Frederick Stanley Sefton was an American football, basketball, and baseball and college athletics administrator. He served as the head football coach at the University of Akron for nine seasons, from 1915 to 1923, compiling a record of 33–34–4. Sefton also coached the men's basketball team at Akron for a total of 11 seasons, nine from 1916 to 1924 and two more from 1925 to 1927, tallying a total mark of 103–42. He played college football at Colgate University.
Richard F. Gallagher was a baseball, basketball and American football coach and administrator who served as an assistant with the Cleveland Browns and Chicago Cardinals of the National Football League in the 1940s and 1950s. Gallagher also coached at high schools in his native Ohio and was the head baseball and basketball coach at the College of William & Mary in Virginia from 1946 to 1947. He spent three years as head football coach at Santa Clara University in California in the early 1950s, and ended his career by becoming the general manager of the Buffalo Bills and later the director of the Pro Football Hall of Fame.
Edgar Pomeroy "Smiley" Weltner was an American football and basketball player and coach. Weltner coached at high school, college, and professional levels during his career.
William John Laub was the Mayor of Akron, Ohio, 1916-17, and an early professional American football player-coach. Laub was the first head coach of the Canton Bulldogs and a player-coach for the Akron East Ends.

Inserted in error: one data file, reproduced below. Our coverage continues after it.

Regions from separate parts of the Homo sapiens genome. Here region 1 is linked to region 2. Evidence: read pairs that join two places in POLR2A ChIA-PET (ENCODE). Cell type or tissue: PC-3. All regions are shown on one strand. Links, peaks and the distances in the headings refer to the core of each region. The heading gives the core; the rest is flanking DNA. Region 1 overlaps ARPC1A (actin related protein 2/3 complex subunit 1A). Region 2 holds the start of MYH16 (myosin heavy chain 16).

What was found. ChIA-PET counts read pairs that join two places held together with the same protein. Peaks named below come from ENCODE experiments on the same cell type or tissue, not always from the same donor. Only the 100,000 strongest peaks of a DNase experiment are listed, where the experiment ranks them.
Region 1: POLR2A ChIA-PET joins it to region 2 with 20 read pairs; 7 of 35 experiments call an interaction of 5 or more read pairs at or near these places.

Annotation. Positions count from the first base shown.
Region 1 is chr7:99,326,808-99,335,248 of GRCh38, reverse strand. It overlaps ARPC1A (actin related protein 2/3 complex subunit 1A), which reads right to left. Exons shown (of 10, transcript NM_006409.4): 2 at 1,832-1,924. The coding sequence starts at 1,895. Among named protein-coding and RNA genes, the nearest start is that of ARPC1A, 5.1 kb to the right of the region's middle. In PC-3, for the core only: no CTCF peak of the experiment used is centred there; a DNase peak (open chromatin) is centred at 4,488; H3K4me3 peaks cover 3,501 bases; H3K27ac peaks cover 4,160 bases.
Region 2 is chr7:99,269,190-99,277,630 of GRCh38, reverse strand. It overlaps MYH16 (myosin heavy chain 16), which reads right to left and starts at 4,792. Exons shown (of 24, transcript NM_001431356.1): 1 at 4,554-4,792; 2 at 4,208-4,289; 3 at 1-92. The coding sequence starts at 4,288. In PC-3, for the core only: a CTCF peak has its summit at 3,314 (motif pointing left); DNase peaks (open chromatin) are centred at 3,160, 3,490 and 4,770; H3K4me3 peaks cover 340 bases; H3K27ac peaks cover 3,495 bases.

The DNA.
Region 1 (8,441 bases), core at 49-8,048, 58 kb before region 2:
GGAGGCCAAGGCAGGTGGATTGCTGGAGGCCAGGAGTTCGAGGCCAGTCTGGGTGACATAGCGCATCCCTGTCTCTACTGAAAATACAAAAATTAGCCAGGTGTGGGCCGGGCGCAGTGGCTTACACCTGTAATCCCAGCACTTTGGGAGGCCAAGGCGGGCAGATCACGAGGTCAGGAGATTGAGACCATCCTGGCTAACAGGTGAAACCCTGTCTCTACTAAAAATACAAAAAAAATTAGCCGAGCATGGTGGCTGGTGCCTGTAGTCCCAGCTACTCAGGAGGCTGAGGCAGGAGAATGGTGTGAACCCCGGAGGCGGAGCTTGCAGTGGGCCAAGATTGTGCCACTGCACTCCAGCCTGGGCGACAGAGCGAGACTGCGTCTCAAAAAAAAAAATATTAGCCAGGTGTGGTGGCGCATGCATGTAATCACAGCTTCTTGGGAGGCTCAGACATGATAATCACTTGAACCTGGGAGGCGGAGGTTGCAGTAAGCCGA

Joseph Fortunato was an American football, basketball, and baseball coach and college athletics administrator. He served as the head football coach at Adrian College from 1953 to 1955, tallying a mark of 8–17–1. Fortunato was also head baseball coach at the University of Toledo from 1952 to 1953 and at Adrian in 1954, compiling a career college baseball record of 11–26. In addition, he served as the head basketball coach at Upper Iowa University and at the University of Dubuque. He died in 2004.
Bob Weinhauer is an American former basketball coach and executive. He served as the head basketball coach at the University of Pennsylvania from 1977 to 1982 and at Arizona State University from 1982 to 1985, compiling a career college basketball record of 143–90. Weiner led the Penn Quakers to the Final Four of the 1979 NCAA Division I Basketball Tournament. Weinhauer spent one season, 1985–86, as the head coach for the Detroit Spirits of the Continental Basketball Association (CBA) before moving to the National Basketball Association, where he worked as an assistant coach, scout, and executive. He served as the general manager for the Houston Rockets from 1994 to 1996 and the Milwaukee Bucks from 1997 to 1999.
Frank Allen "Zaz" Zazula was an American football, track and field, and cross country coach. He served as the head football coach at the University of North Dakota from 1950 to 1956, compiling a record of 28–27–3. Zazula also coached track and field and cross country at North Dakota until 1982.
|This biographical article relating to a college football coach first appointed in the 1940s is a stub. You can help Wikipedia by expanding it.|